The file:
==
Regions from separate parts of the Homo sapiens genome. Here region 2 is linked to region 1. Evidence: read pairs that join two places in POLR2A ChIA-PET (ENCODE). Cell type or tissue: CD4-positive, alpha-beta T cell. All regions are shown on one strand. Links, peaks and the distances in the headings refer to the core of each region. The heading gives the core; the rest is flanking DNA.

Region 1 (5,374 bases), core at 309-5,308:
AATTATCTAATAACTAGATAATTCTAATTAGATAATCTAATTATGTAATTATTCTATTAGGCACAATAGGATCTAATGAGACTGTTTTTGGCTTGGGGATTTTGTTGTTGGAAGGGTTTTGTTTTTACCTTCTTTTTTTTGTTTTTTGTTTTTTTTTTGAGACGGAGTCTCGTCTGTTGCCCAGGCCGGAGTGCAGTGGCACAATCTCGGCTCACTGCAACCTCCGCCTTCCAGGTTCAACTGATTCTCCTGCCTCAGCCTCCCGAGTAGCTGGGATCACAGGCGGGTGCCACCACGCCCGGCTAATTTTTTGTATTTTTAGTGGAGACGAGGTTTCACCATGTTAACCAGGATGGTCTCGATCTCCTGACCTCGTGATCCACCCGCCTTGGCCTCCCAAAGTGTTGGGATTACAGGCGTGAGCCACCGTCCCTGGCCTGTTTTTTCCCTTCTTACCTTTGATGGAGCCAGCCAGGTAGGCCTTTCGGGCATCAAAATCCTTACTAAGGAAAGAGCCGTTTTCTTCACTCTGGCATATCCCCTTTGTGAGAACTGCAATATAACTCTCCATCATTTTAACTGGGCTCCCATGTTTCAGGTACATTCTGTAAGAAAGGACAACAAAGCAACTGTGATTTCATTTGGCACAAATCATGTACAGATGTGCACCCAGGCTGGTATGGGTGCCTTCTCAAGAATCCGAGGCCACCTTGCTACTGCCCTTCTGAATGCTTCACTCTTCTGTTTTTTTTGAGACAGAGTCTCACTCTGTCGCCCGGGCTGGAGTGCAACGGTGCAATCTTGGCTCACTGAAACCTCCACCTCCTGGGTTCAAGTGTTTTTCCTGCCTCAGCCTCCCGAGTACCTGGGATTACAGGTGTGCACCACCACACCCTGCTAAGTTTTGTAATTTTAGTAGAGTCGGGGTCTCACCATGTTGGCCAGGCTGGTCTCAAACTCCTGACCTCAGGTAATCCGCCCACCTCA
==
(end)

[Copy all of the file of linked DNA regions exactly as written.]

Regions from separate parts of the Homo sapiens genome. Here region 2 is linked to region 1. Evidence: read pairs that join two places in POLR2A ChIA-PET (ENCODE). Cell type or tissue: CD4-positive, alpha-beta T cell. All regions are shown on one strand. Links, peaks and the distances in the headings refer to the core of each region. The heading gives the core; the rest is flanking DNA.

Region 1 (5,374 bases), core at 309-5,308:
AATTATCTAATAACTAGATAATTCTAATTAGATAATCTAATTATGTAATTATTCTATTAGGCACAATAGGATCTAATGAGACTGTTTTTGGCTTGGGGATTTTGTTGTTGGAAGGGTTTTGTTTTTACCTTCTTTTTTTTGTTTTTTGTTTTTTTTTTGAGACGGAGTCTCGTCTGTTGCCCAGGCCGGAGTGCAGTGGCACAATCTCGGCTCACTGCAACCTCCGCCTTCCAGGTTCAACTGATTCTCCTGCCTCAGCCTCCCGAGTAGCTGGGATCACAGGCGGGTGCCACCACGCCCGGCTAATTTTTTGTATTTTTAGTGGAGACGAGGTTTCACCATGTTAACCAGGATGGTCTCGATCTCCTGACCTCGTGATCCACCCGCCTTGGCCTCCCAAAGTGTTGGGATTACAGGCGTGAGCCACCGTCCCTGGCCTGTTTTTTCCCTTCTTACCTTTGATGGAGCCAGCCAGGTAGGCCTTTCGGGCATCAAAATCCTTACTAAGGAAAGAGCCGTTTTCTTCACTCTGGCATATCCCCTTTGTGAGAACTGCAATATAACTCTCCATCATTTTAACTGGGCTCCCATGTTTCAGGTACATTCTGTAAGAAAGGACAACAAAGCAACTGTGATTTCATTTGGCACAAATCATGTACAGATGTGCACCCAGGCTGGTATGGGTGCCTTCTCAAGAATCCGAGGCCACCTTGCTACTGCCCTTCTGAATGCTTCACTCTTCTGTTTTTTTTGAGACAGAGTCTCACTCTGTCGCCCGGGCTGGAGTGCAACGGTGCAATCTTGGCTCACTGAAACCTCCACCTCCTGGGTTCAAGTGTTTTTCCTGCCTCAGCCTCCCGAGTACCTGGGATTACAGGTGTGCACCACCACACCCTGCTAAGTTTTGTAATTTTAGTAGAGTCGGGGTCTCACCATGTTGGCCAGGCTGGTCTCAAACTCCTGACCTCAGGTAATCCGCCCACCTCA